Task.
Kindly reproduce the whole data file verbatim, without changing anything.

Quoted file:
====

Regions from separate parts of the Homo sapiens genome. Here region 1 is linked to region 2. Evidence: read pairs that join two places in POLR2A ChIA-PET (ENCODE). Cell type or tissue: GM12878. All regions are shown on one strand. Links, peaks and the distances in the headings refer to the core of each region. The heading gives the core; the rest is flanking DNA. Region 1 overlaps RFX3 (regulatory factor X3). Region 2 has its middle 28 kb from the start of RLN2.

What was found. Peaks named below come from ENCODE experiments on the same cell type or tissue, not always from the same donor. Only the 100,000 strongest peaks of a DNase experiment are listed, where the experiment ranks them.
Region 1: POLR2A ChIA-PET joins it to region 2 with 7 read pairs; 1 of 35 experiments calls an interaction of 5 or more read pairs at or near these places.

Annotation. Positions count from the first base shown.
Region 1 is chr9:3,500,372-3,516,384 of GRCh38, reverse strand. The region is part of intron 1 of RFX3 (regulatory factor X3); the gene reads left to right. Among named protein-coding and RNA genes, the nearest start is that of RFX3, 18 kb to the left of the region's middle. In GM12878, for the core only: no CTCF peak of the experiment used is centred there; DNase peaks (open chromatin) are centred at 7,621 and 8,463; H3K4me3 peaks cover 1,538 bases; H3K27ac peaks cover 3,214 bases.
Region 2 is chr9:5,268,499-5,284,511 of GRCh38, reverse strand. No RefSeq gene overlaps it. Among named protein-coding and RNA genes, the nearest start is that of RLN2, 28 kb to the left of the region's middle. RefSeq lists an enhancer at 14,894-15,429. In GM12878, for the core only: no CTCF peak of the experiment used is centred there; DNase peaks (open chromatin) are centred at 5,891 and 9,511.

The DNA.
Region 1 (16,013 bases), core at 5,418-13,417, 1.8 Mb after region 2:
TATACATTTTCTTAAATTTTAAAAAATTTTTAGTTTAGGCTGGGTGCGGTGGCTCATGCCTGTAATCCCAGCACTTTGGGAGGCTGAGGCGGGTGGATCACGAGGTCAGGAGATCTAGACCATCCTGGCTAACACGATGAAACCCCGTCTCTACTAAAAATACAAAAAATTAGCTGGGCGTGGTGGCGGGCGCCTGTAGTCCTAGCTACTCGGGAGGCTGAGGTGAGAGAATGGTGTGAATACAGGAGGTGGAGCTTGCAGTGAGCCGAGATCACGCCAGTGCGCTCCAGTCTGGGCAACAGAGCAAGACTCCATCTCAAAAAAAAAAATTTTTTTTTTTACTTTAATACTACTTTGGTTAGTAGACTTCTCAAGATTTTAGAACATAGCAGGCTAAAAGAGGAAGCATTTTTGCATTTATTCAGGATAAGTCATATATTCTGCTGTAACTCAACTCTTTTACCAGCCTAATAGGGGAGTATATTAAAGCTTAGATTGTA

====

Regions from separate parts of the Homo sapiens genome. Here region 1 is linked to region 2. Evidence: read pairs that join two places in POLR2A ChIA-PET (ENCODE). Cell type or tissue: GM12878. All regions are shown on one strand. Links, peaks and the distances in the headings refer to the core of each region. The heading gives the core; the rest is flanking DNA. Region 1 overlaps RFX3 (regulatory factor X3). Region 2 has its middle 28 kb from the start of RLN2.

What was found. Peaks named below come from ENCODE experiments on the same cell type or tissue, not always from the same donor. Only the 100,000 strongest peaks of a DNase experiment are listed, where the experiment ranks them.
Region 1: POLR2A ChIA-PET joins it to region 2 with 7 read pairs; 1 of 35 experiments calls an interaction of 5 or more read pairs at or near these places.

Annotation. Positions count from the first base shown.
Region 1 is chr9:3,500,372-3,516,384 of GRCh38, reverse strand. The region is part of intron 1 of RFX3 (regulatory factor X3); the gene reads left to right. Among named protein-coding and RNA genes, the nearest start is that of RFX3, 18 kb to the left of the region's middle. In GM12878, for the core only: no CTCF peak of the experiment used is centred there; DNase peaks (open chromatin) are centred at 7,621 and 8,463; H3K4me3 peaks cover 1,538 bases; H3K27ac peaks cover 3,214 bases.
Region 2 is chr9:5,268,499-5,284,511 of GRCh38, reverse strand. No RefSeq gene overlaps it. Among named protein-coding and RNA genes, the nearest start is that of RLN2, 28 kb to the left of the region's middle. RefSeq lists an enhancer at 14,894-15,429. In GM12878, for the core only: no CTCF peak of the experiment used is centred there; DNase peaks (open chromatin) are centred at 5,891 and 9,511.

The DNA.
Region 1 (16,013 bases), core at 5,418-13,417, 1.8 Mb after region 2:
TATACATTTTCTTAAATTTTAAAAAATTTTTAGTTTAGGCTGGGTGCGGTGGCTCATGCCTGTAATCCCAGCACTTTGGGAGGCTGAGGCGGGTGGATCACGAGGTCAGGAGATCTAGACCATCCTGGCTAACACGATGAAACCCCGTCTCTACTAAAAATACAAAAAATTAGCTGGGCGTGGTGGCGGGCGCCTGTAGTCCTAGCTACTCGGGAGGCTGAGGTGAGAGAATGGTGTGAATACAGGAGGTGGAGCTTGCAGTGAGCCGAGATCACGCCAGTGCGCTCCAGTCTGGGCAACAGAGCAAGACTCCATCTCAAAAAAAAAAATTTTTTTTTTTACTTTAATACTACTTTGGTTAGTAGACTTCTCAAGATTTTAGAACATAGCAGGCTAAAAGAGGAAGCATTTTTGCATTTATTCAGGATAAGTCATATATTCTGCTGTAACTCAACTCTTTTACCAGCCTAATAGGGGAGTATATTAAAGCTTAGATTGTA